Mowanjum in China beef deal

Brad ThompsonThe West Australian
Mowanjum Station near Derby.
Camera IconMowanjum Station near Derby. Credit: The West Australian

A Singaporean businessman has struck a ground-breaking deal with the Mowanjum Aboriginal Corporation as he pushes ahead with plans to create a major beef supply chain into China.

Bruce Cheung, who purchased Pardoo Station between Port Hedland and Broome for $13.5 million this year, is sending cattle to Mowanjum Station for agistment.

Almost 700 head, made up of weaners and heifers, have arrived on the station where the Mowanjum community is using centre pivot irrigation to grow fodder.

Mr Cheung’s Pardoo Beef Corporation purchased the Droughtmaster-Santa Gertrudis cross cattle from the Goyder family at Bonney Downs Station near Nullagine as part of moves to boost his herd.

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PBC recently added a farm at Wundowie to its assets in WA and is expected to complete the purchase of a property in Gidgegannup next month.

The agistment deal with MAC came about as a result of a chance meeting between Mr Cheung and community leaders at the recent conference of northern development in Darwin.

MAC chairman Charles Nemendumah said it was a milestone achievement for the community’s irrigation project, which is part of the State Government’s Water for Food initiative.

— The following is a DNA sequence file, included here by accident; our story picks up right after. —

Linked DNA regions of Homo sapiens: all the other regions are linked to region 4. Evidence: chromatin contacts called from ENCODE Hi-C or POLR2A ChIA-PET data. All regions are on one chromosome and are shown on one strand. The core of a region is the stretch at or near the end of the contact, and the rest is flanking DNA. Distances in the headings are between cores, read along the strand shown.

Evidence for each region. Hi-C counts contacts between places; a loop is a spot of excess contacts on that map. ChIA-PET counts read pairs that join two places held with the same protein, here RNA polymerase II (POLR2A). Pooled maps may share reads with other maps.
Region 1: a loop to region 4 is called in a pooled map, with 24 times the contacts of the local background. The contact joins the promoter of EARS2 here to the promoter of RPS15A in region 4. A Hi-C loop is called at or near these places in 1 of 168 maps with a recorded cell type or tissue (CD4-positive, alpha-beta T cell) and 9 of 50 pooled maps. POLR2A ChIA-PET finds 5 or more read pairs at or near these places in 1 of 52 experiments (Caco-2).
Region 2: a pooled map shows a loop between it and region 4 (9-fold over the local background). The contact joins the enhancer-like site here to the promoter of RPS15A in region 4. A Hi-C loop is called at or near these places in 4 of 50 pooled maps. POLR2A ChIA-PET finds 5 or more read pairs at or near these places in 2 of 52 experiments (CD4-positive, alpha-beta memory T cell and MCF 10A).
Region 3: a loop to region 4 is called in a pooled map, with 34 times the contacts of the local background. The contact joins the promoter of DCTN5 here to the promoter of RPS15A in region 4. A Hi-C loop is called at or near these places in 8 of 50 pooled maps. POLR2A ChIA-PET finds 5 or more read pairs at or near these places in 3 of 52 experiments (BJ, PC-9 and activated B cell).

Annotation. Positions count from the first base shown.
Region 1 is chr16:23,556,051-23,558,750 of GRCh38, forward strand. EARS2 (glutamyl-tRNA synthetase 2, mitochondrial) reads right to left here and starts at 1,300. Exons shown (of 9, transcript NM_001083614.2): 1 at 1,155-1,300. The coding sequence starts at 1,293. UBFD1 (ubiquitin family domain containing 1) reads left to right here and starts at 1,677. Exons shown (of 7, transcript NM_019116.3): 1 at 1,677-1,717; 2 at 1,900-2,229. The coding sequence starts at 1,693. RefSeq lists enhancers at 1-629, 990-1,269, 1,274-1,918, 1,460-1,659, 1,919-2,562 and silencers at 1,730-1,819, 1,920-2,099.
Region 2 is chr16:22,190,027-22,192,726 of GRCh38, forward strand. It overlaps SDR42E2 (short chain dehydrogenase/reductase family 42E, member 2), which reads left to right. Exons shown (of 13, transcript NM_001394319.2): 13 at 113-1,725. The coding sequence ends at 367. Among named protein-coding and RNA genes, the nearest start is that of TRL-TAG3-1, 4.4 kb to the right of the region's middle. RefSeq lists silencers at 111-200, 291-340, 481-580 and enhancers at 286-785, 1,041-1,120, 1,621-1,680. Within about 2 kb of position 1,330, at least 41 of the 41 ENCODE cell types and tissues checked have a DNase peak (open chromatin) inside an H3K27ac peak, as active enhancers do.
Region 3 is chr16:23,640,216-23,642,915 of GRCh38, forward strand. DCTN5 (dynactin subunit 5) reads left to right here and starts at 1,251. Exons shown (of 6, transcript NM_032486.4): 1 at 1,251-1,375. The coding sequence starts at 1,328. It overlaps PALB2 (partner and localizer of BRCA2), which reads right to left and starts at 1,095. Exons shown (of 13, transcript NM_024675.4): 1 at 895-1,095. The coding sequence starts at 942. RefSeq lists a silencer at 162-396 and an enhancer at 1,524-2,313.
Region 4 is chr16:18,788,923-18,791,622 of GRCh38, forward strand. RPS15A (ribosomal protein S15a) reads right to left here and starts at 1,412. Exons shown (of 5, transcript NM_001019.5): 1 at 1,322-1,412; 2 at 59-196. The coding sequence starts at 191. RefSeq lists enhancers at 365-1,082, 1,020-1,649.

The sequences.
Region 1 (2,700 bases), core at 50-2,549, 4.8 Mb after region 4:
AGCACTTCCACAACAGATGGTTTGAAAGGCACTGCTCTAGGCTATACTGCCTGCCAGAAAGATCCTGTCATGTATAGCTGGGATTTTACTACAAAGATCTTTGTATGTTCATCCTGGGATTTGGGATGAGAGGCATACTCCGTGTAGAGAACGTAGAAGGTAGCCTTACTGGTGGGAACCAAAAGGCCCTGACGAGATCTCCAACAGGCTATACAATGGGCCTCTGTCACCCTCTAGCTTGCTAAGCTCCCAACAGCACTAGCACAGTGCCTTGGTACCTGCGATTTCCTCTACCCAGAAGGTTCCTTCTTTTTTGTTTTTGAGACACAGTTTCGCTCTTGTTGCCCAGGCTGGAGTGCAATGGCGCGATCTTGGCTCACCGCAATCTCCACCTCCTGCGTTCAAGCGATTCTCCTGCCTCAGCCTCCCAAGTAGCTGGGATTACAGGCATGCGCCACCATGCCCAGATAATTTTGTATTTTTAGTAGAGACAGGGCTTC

“It was only a few months ago that the Minister for Water (Mia Davies) commissioned the irrigation set up. We are all very proud,” Mr Nemendumah said.

MAC has taken up a 55,000ha pastoral lease near Derby. It is using a centre pivot to irrigate about 38ha with plans to expand to 62ha.

Mr Cheung, who has extensive global investments in the wine and tobacco industries, said he was excited about the partnership with Mowanjum.

“What they have achieved over the past 14 months shows their drive and vision for both agriculture and change in the community,” he said.

Over the past few weeks, MAC has cut and baled about 15ha of Rhodes grass grown under irrigation. The work has produced more than 150 bales of hay.

MAC director of irrigated agriculture Eddie Bear said cattle allowed to stand and graze on the irrigated land had gained about 0.7kg a day in weight.

“We have had 450 weaners on the pivot over the past few months and with the growth of the Rhodes grass far exceeding our expectations, we were in need of more cattle,” Mr Bear said.

MAC has submitted an application to Lands Minister Terry Redman to convert 4100ha of its pastoral lease to freehold title and is hoping for a positive response before the end of the year.

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